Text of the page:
Full-ride scholarships can come from various sources. Other than postsecondary institutions themselves, these scholarships, which cover all college-related expenses, can also be awarded by the federal government and private sources.
No matter who awards it, one thing remains true: full-ride scholarships are rare.
Some of the most common forms of full-ride scholarships are merit-based scholarships.
But because all scholarships available at Harvard are need-based, you can rest assured that your high GPA is not something that can help you get your hands on it. Needless to say, you will have to come from a low-income background to be eligible for it.
Later, you can check out this article on how you can secure a full-ride scholarship at an Ivy League school.
In the meantime, let’s take a look at the income qualification for full-ride scholarships at the Ivies:
|Ivy League School
|Maximum Family Income
|University of Pennsylvania
How Does Harvard Determine Need?
Harvard University’s financial aid officers determine demonstrated need and expected family contributions by working closely with the families of students. They consider the unique circumstances of each one to identify which financial aid options suit attendees to make Harvard accessible and affordable to eligible individuals.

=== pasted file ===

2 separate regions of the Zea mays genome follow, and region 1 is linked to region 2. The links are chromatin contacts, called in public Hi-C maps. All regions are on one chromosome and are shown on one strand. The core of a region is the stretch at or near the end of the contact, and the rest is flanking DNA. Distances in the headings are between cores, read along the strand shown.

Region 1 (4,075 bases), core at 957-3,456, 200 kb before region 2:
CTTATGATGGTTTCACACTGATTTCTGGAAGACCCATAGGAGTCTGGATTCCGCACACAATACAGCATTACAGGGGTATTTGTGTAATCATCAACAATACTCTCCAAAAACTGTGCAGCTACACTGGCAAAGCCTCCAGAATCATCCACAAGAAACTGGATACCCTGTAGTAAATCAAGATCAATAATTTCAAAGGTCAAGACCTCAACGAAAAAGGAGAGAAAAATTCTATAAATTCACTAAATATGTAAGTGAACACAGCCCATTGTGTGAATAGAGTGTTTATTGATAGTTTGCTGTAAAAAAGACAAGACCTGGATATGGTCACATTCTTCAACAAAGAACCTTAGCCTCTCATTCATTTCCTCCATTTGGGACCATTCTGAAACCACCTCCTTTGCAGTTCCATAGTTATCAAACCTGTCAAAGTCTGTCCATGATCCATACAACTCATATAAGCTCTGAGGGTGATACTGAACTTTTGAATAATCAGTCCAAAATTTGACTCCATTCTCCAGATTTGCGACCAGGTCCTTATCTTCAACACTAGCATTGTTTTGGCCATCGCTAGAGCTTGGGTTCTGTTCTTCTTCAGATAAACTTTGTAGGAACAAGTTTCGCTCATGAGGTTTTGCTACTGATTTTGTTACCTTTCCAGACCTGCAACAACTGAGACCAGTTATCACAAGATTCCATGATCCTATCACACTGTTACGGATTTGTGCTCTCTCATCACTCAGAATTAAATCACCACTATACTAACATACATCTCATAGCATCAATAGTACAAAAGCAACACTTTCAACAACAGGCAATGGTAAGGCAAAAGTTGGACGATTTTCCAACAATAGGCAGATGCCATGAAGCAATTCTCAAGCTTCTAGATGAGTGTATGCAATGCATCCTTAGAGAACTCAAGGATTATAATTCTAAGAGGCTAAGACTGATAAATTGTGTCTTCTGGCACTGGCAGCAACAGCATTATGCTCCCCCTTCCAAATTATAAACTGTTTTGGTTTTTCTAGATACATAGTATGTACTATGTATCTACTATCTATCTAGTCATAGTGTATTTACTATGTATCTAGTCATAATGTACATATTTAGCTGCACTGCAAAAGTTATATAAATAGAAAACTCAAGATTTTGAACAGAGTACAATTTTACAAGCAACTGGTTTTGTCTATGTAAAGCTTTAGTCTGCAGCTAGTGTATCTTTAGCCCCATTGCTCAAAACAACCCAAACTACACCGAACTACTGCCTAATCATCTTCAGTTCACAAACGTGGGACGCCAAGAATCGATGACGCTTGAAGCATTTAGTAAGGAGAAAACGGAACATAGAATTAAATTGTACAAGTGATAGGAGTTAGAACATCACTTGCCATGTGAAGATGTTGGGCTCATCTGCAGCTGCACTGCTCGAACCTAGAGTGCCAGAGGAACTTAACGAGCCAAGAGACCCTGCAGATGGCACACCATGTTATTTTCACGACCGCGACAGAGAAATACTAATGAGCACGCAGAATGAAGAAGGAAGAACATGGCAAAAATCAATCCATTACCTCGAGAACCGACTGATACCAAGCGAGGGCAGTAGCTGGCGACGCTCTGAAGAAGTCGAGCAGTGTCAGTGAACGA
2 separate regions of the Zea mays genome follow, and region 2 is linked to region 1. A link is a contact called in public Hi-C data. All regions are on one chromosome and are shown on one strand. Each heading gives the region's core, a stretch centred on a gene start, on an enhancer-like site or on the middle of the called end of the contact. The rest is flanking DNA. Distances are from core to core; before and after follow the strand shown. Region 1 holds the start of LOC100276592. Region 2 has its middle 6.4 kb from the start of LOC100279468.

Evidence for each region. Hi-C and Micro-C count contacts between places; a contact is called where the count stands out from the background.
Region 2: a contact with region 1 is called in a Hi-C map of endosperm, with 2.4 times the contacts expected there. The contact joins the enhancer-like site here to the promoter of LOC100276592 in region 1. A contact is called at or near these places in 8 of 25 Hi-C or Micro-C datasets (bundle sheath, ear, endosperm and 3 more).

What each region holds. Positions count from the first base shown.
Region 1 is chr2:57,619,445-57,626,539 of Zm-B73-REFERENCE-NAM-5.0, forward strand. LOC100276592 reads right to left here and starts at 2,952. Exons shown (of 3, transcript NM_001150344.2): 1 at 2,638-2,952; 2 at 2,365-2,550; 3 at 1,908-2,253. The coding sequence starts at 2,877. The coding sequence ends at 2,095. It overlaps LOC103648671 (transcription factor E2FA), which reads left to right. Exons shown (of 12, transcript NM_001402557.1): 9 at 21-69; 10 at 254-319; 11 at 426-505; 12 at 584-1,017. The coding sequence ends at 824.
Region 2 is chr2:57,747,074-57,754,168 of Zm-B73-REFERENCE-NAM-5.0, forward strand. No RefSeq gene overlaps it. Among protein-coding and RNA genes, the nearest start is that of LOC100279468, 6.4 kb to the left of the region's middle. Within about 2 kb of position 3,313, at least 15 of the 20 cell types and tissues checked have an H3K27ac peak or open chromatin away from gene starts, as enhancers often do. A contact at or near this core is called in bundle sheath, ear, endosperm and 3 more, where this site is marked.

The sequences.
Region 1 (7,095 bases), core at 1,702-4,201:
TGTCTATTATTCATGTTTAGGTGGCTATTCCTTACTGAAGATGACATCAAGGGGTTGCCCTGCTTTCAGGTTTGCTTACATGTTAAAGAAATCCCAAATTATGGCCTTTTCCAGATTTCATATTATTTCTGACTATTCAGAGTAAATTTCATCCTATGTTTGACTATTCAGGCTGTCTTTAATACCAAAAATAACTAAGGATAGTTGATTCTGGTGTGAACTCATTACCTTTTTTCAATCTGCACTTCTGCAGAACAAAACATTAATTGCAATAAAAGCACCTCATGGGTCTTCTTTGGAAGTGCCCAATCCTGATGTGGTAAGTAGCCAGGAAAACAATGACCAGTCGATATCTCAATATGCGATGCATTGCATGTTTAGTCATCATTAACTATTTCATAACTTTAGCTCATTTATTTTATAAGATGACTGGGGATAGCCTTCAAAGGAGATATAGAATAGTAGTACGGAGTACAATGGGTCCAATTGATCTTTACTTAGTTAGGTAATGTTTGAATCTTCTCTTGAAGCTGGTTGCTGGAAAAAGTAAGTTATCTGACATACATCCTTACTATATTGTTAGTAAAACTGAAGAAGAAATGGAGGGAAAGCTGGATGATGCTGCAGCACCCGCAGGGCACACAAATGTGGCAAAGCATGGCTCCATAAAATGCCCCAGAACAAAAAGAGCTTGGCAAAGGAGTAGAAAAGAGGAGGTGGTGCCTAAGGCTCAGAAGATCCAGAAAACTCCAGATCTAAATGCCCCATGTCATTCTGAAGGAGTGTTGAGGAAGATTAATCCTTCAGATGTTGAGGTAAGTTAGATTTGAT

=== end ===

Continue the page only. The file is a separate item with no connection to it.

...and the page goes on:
When it comes to figuring out a student’s demonstrated need, Harvard takes into account things such as family income and family assets as well as the overall financial circumstances given that one family is different from the next.
On the other hand, the likes of home equity and retirement savings are not factored in.
Simply put, families whose incomes are below $75,000 per year have expected contributions of zero dollars.
On the other hand, families who have significant assets will be asked to contribute more. It’s very much possible for parents to provide their contributions from sources such as savings, current income, future income or a combination of those.
At the Ivy League school, all students are expected to contribute something to their college expenses.